The Queering is a novel written by Brooke Skipstone and published January 2023 through her own company, Skipstone Publishing. Set in Clear, Alaska, the novel follows a 70-year-old grandmother exploring her hidden passion for writing Lesbian romance novels until her secret is made public. Skipstone explores self-acceptance, identity, sexuality, and the way these interact with the LGBTQ+ community at large.
A moving and compelling tale of a journey toward truth and personal liberation. Over the course of this novel, Skipstone’s prose is propulsive, moving a rousing story from past to present at a fast clip. The characters are developed well, and their vivid personalities make them feel like real people. The author’s firm grasp of LGBTQ+ issues and of the queer community’s fight for equality is effectively amplified. As an antagonist, Levi comes across as appropriately frenzied and hateful, while Grace will strike readers as appealingly defiant. Overall, it’s an impressive story that packs a punch.Kirkus Reviews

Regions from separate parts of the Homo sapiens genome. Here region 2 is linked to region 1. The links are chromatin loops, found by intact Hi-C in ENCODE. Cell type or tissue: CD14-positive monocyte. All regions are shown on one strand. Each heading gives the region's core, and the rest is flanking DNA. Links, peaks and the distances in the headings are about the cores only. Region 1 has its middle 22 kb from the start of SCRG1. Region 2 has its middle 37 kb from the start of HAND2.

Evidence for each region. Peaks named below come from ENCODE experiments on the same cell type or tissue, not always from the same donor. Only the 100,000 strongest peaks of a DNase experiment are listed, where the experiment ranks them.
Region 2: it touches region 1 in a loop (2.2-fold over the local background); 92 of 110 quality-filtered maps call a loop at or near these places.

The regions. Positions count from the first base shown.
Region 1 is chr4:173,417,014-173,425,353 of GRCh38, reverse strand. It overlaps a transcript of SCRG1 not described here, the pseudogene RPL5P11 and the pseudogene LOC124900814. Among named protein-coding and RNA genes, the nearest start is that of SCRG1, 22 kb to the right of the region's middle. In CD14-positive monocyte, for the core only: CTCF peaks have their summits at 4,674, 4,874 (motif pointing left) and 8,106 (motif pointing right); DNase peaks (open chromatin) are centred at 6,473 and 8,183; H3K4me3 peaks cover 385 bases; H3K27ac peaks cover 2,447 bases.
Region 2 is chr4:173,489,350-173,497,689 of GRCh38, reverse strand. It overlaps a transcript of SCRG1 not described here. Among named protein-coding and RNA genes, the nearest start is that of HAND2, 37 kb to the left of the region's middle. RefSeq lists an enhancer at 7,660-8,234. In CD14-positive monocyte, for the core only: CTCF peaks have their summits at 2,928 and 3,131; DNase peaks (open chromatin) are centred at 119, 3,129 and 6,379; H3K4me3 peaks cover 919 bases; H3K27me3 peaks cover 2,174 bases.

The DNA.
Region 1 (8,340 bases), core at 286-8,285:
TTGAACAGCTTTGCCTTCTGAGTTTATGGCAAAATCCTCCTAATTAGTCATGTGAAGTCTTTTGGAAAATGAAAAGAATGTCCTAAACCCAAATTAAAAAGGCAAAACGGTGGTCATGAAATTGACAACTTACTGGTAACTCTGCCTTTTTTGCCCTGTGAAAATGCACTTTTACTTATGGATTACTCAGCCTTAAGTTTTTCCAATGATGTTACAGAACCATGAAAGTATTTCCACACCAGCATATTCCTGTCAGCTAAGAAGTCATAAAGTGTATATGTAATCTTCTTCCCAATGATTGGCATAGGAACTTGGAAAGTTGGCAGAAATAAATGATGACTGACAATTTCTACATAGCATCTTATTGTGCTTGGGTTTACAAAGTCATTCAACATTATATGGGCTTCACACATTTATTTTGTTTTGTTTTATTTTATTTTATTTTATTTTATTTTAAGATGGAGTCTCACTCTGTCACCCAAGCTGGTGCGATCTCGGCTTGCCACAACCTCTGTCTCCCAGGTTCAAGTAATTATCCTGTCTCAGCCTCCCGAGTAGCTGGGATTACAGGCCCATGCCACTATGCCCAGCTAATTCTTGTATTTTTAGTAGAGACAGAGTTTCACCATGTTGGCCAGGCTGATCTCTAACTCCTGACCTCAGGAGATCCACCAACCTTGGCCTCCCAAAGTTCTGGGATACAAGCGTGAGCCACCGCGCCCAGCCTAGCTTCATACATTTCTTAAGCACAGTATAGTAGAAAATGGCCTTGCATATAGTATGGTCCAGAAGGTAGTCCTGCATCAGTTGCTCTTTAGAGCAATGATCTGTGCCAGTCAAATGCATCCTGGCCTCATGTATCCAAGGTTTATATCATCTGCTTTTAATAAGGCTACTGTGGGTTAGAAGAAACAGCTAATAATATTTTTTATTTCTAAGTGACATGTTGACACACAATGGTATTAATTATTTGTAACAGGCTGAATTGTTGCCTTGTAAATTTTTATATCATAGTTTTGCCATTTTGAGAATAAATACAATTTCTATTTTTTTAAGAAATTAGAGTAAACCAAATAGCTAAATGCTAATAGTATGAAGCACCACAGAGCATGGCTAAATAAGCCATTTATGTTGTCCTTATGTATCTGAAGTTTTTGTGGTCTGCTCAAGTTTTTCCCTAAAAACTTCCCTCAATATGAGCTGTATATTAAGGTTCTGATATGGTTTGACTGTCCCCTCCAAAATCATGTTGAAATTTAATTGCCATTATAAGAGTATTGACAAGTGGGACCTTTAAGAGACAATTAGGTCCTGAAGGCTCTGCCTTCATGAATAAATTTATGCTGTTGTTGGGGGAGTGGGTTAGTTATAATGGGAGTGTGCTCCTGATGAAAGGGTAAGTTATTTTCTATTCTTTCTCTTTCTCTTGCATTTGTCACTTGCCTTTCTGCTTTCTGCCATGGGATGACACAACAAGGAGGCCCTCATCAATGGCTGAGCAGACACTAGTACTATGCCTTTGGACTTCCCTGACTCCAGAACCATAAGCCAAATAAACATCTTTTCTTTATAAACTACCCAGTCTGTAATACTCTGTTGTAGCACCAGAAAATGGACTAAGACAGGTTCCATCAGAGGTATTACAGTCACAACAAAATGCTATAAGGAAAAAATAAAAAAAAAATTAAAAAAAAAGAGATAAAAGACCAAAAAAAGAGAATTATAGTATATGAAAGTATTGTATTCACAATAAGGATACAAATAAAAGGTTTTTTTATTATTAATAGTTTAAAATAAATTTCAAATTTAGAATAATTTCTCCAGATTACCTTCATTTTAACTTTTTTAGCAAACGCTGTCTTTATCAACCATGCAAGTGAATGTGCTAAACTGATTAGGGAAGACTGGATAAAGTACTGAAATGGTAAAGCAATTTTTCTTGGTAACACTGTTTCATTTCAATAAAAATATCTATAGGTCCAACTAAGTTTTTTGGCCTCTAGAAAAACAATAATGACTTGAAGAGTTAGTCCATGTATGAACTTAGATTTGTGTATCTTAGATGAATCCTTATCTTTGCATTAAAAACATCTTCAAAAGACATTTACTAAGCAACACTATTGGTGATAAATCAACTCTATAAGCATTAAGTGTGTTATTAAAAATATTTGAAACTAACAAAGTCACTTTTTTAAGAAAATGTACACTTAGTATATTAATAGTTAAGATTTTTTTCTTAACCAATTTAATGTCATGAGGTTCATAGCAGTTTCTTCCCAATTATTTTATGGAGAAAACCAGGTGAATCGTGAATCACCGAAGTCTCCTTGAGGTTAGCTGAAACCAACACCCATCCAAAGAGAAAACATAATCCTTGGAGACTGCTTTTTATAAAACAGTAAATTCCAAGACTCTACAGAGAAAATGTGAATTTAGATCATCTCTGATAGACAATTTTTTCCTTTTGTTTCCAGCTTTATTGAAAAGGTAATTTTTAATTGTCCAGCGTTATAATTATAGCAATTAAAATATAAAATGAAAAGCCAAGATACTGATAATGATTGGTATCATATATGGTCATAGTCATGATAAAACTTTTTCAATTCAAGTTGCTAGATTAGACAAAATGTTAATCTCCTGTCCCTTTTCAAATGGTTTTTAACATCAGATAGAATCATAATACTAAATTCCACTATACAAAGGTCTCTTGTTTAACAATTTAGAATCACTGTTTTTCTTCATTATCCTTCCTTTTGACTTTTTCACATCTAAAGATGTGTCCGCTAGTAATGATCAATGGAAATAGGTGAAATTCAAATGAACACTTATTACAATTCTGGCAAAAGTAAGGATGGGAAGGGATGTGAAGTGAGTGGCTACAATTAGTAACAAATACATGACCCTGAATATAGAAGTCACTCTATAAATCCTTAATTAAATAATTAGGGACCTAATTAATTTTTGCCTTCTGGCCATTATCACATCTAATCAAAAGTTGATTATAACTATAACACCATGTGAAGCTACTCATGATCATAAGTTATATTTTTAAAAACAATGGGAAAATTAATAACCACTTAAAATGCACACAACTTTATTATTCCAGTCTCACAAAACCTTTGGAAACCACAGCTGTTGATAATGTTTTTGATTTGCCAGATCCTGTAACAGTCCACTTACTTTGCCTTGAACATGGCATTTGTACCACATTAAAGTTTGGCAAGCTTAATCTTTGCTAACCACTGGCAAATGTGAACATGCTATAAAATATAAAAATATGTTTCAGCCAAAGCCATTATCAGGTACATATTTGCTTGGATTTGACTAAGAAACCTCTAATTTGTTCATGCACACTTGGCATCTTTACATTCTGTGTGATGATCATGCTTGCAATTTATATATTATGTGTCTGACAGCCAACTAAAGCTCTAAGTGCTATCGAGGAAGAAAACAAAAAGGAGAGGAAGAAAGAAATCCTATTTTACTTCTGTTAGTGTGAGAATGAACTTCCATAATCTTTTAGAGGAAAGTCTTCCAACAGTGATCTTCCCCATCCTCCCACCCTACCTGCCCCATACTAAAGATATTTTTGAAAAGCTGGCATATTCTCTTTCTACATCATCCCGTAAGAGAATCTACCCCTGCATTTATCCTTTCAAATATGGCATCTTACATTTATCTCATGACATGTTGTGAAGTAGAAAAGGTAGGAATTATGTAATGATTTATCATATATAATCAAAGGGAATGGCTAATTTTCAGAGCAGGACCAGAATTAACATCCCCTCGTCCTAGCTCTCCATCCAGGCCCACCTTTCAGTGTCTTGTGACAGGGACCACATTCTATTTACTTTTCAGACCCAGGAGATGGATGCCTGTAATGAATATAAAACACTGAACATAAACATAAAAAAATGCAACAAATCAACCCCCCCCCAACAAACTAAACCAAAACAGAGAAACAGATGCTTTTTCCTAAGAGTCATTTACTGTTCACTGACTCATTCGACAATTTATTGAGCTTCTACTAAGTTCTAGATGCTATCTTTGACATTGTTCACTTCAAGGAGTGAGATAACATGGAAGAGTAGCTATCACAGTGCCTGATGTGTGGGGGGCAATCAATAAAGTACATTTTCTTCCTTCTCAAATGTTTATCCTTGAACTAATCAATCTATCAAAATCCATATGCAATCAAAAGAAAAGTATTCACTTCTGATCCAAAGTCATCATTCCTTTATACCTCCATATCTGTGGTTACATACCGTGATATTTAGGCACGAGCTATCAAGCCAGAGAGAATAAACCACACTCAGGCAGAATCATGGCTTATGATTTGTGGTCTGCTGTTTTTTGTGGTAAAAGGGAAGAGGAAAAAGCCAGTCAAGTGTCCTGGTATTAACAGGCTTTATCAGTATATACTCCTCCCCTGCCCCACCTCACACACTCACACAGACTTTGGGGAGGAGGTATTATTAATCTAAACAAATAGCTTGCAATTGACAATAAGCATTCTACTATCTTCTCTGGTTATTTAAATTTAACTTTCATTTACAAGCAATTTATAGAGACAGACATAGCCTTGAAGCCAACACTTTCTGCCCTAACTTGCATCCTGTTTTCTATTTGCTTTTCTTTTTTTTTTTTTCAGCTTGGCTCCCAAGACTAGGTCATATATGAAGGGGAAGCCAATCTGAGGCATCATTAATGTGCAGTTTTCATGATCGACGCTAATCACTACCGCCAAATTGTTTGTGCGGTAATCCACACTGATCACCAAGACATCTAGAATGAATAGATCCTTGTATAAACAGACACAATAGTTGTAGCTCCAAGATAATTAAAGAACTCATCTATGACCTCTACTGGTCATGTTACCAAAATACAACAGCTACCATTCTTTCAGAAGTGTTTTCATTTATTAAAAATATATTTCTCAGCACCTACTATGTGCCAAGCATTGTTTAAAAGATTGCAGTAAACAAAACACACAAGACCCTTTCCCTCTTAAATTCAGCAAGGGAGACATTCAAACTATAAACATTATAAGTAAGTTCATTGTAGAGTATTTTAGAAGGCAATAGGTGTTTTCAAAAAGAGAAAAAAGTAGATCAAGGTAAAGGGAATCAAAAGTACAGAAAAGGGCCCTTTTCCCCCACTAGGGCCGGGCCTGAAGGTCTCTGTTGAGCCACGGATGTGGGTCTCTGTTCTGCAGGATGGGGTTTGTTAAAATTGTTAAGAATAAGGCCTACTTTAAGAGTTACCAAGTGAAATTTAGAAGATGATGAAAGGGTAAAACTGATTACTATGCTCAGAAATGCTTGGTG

Brooke Skipstone is a multi-award-winning author who lives in Alaska where she watches the mountains change colors with the seasons from her balcony. Where she feels the constant rush toward winter as the sunlight wanes for six months of the year, seven minutes each day, bringing crushing cold that lingers even as the sun climbs again. Where the burst of life during summer is urgent under twenty-four-hour daylight, lush and decadent. Where fish swim hundreds of miles up rivers past bear claws and nets and wheels and lines of rubber-clad combat fishers, arriving humped and ragged, dying as they spawn. Where danger from the land and its animals exhilarates the senses, forcing her to appreciate the difference between life and death. Where the edge between is sometimes too alluring. Learn more about her by visiting her website. She can also be reached by email at email@example.com